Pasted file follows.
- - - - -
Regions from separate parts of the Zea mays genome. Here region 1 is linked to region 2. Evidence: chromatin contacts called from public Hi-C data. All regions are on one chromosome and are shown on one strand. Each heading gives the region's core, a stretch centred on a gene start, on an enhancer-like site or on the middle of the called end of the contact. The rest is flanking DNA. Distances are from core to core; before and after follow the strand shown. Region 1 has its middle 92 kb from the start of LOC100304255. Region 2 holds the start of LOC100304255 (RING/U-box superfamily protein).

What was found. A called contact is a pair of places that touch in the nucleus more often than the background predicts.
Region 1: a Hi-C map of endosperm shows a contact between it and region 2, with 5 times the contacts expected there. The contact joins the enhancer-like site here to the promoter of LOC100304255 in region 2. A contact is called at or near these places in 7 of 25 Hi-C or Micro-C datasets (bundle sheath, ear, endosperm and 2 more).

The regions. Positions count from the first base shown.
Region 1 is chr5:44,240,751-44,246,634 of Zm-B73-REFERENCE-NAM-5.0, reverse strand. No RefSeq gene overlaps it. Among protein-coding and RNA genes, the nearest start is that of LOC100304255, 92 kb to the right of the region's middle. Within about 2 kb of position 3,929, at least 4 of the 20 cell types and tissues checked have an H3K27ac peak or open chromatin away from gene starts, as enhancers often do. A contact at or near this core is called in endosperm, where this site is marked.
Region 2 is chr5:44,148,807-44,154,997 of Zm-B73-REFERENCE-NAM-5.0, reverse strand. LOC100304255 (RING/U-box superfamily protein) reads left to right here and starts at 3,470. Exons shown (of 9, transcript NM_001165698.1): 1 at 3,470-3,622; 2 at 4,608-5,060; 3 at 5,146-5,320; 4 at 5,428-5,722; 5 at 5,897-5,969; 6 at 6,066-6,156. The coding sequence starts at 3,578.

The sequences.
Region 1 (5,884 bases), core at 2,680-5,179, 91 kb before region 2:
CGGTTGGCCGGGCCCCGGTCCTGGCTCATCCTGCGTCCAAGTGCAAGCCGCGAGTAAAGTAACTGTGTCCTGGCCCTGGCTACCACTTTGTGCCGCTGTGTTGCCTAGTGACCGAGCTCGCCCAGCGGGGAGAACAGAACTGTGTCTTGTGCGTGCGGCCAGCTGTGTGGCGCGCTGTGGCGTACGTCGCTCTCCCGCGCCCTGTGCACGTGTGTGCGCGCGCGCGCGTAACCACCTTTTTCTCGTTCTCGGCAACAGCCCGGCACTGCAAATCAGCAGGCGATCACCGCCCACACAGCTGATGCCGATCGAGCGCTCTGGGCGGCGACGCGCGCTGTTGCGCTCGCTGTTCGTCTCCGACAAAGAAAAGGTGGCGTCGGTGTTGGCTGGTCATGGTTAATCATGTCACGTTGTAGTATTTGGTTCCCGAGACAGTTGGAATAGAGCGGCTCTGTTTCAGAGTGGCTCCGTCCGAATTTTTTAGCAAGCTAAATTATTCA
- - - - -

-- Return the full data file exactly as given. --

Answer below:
Regions from separate parts of the Zea mays genome. Here region 1 is linked to region 2. Evidence: chromatin contacts called from public Hi-C data. All regions are on one chromosome and are shown on one strand. Each heading gives the region's core, a stretch centred on a gene start, on an enhancer-like site or on the middle of the called end of the contact. The rest is flanking DNA. Distances are from core to core; before and after follow the strand shown. Region 1 has its middle 92 kb from the start of LOC100304255. Region 2 holds the start of LOC100304255 (RING/U-box superfamily protein).

What was found. A called contact is a pair of places that touch in the nucleus more often than the background predicts.
Region 1: a Hi-C map of endosperm shows a contact between it and region 2, with 5 times the contacts expected there. The contact joins the enhancer-like site here to the promoter of LOC100304255 in region 2. A contact is called at or near these places in 7 of 25 Hi-C or Micro-C datasets (bundle sheath, ear, endosperm and 2 more).

The regions. Positions count from the first base shown.
Region 1 is chr5:44,240,751-44,246,634 of Zm-B73-REFERENCE-NAM-5.0, reverse strand. No RefSeq gene overlaps it. Among protein-coding and RNA genes, the nearest start is that of LOC100304255, 92 kb to the right of the region's middle. Within about 2 kb of position 3,929, at least 4 of the 20 cell types and tissues checked have an H3K27ac peak or open chromatin away from gene starts, as enhancers often do. A contact at or near this core is called in endosperm, where this site is marked.
Region 2 is chr5:44,148,807-44,154,997 of Zm-B73-REFERENCE-NAM-5.0, reverse strand. LOC100304255 (RING/U-box superfamily protein) reads left to right here and starts at 3,470. Exons shown (of 9, transcript NM_001165698.1): 1 at 3,470-3,622; 2 at 4,608-5,060; 3 at 5,146-5,320; 4 at 5,428-5,722; 5 at 5,897-5,969; 6 at 6,066-6,156. The coding sequence starts at 3,578.

The sequences.
Region 1 (5,884 bases), core at 2,680-5,179, 91 kb before region 2:
CGGTTGGCCGGGCCCCGGTCCTGGCTCATCCTGCGTCCAAGTGCAAGCCGCGAGTAAAGTAACTGTGTCCTGGCCCTGGCTACCACTTTGTGCCGCTGTGTTGCCTAGTGACCGAGCTCGCCCAGCGGGGAGAACAGAACTGTGTCTTGTGCGTGCGGCCAGCTGTGTGGCGCGCTGTGGCGTACGTCGCTCTCCCGCGCCCTGTGCACGTGTGTGCGCGCGCGCGCGTAACCACCTTTTTCTCGTTCTCGGCAACAGCCCGGCACTGCAAATCAGCAGGCGATCACCGCCCACACAGCTGATGCCGATCGAGCGCTCTGGGCGGCGACGCGCGCTGTTGCGCTCGCTGTTCGTCTCCGACAAAGAAAAGGTGGCGTCGGTGTTGGCTGGTCATGGTTAATCATGTCACGTTGTAGTATTTGGTTCCCGAGACAGTTGGAATAGAGCGGCTCTGTTTCAGAGTGGCTCCGTCCGAATTTTTTAGCAAGCTAAATTATTCA